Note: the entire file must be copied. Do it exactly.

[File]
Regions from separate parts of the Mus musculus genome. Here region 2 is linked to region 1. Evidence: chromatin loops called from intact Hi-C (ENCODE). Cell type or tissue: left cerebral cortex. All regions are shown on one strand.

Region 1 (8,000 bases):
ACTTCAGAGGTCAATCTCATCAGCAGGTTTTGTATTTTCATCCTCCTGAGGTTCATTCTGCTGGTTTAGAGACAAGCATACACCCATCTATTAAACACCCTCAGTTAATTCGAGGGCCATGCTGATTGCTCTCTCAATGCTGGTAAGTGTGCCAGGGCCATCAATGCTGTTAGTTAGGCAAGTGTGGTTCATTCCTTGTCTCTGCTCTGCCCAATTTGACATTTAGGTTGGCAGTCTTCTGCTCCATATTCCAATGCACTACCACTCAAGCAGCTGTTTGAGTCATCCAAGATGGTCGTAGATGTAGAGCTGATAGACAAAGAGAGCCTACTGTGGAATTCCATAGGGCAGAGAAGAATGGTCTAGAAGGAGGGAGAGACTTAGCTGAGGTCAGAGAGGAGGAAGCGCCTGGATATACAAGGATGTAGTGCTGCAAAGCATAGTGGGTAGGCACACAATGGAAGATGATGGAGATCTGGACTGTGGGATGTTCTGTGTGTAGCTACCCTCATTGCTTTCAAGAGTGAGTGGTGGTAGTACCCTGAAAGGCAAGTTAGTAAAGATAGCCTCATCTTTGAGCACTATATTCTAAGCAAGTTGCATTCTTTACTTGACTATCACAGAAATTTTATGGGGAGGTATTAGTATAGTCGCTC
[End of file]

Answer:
Regions from separate parts of the Mus musculus genome. Here region 2 is linked to region 1. Evidence: chromatin loops called from intact Hi-C (ENCODE). Cell type or tissue: left cerebral cortex. All regions are shown on one strand.

Region 1 (8,000 bases):
ACTTCAGAGGTCAATCTCATCAGCAGGTTTTGTATTTTCATCCTCCTGAGGTTCATTCTGCTGGTTTAGAGACAAGCATACACCCATCTATTAAACACCCTCAGTTAATTCGAGGGCCATGCTGATTGCTCTCTCAATGCTGGTAAGTGTGCCAGGGCCATCAATGCTGTTAGTTAGGCAAGTGTGGTTCATTCCTTGTCTCTGCTCTGCCCAATTTGACATTTAGGTTGGCAGTCTTCTGCTCCATATTCCAATGCACTACCACTCAAGCAGCTGTTTGAGTCATCCAAGATGGTCGTAGATGTAGAGCTGATAGACAAAGAGAGCCTACTGTGGAATTCCATAGGGCAGAGAAGAATGGTCTAGAAGGAGGGAGAGACTTAGCTGAGGTCAGAGAGGAGGAAGCGCCTGGATATACAAGGATGTAGTGCTGCAAAGCATAGTGGGTAGGCACACAATGGAAGATGATGGAGATCTGGACTGTGGGATGTTCTGTGTGTAGCTACCCTCATTGCTTTCAAGAGTGAGTGGTGGTAGTACCCTGAAAGGCAAGTTAGTAAAGATAGCCTCATCTTTGAGCACTATATTCTAAGCAAGTTGCATTCTTTACTTGACTATCACAGAAATTTTATGGGGAGGTATTAGTATAGTCGCTC